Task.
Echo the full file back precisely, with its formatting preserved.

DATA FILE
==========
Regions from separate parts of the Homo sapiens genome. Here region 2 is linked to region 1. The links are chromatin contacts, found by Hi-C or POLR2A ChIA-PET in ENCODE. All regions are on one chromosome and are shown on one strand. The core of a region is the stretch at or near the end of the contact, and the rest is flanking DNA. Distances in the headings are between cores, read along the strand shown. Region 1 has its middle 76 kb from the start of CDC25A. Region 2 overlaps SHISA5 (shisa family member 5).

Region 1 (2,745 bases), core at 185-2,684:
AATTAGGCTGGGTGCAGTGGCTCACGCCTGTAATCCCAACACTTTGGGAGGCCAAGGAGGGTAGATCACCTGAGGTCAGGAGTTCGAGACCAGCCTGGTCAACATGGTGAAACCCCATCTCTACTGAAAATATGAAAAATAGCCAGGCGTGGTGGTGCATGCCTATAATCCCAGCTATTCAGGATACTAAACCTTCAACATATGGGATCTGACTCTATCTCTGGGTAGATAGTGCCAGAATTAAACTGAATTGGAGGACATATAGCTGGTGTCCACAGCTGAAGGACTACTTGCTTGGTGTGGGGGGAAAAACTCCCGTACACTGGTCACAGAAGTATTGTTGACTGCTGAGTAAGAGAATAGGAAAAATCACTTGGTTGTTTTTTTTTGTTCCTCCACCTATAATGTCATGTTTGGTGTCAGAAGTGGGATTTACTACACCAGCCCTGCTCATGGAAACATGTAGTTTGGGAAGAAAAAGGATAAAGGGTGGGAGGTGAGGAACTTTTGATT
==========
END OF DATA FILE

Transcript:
Regions from separate parts of the Homo sapiens genome. Here region 2 is linked to region 1. The links are chromatin contacts, found by Hi-C or POLR2A ChIA-PET in ENCODE. All regions are on one chromosome and are shown on one strand. The core of a region is the stretch at or near the end of the contact, and the rest is flanking DNA. Distances in the headings are between cores, read along the strand shown. Region 1 has its middle 76 kb from the start of CDC25A. Region 2 overlaps SHISA5 (shisa family member 5).

Region 1 (2,745 bases), core at 185-2,684:
AATTAGGCTGGGTGCAGTGGCTCACGCCTGTAATCCCAACACTTTGGGAGGCCAAGGAGGGTAGATCACCTGAGGTCAGGAGTTCGAGACCAGCCTGGTCAACATGGTGAAACCCCATCTCTACTGAAAATATGAAAAATAGCCAGGCGTGGTGGTGCATGCCTATAATCCCAGCTATTCAGGATACTAAACCTTCAACATATGGGATCTGACTCTATCTCTGGGTAGATAGTGCCAGAATTAAACTGAATTGGAGGACATATAGCTGGTGTCCACAGCTGAAGGACTACTTGCTTGGTGTGGGGGGAAAAACTCCCGTACACTGGTCACAGAAGTATTGTTGACTGCTGAGTAAGAGAATAGGAAAAATCACTTGGTTGTTTTTTTTTGTTCCTCCACCTATAATGTCATGTTTGGTGTCAGAAGTGGGATTTACTACACCAGCCCTGCTCATGGAAACATGTAGTTTGGGAAGAAAAAGGATAAAGGGTGGGAGGTGAGGAACTTTTGATT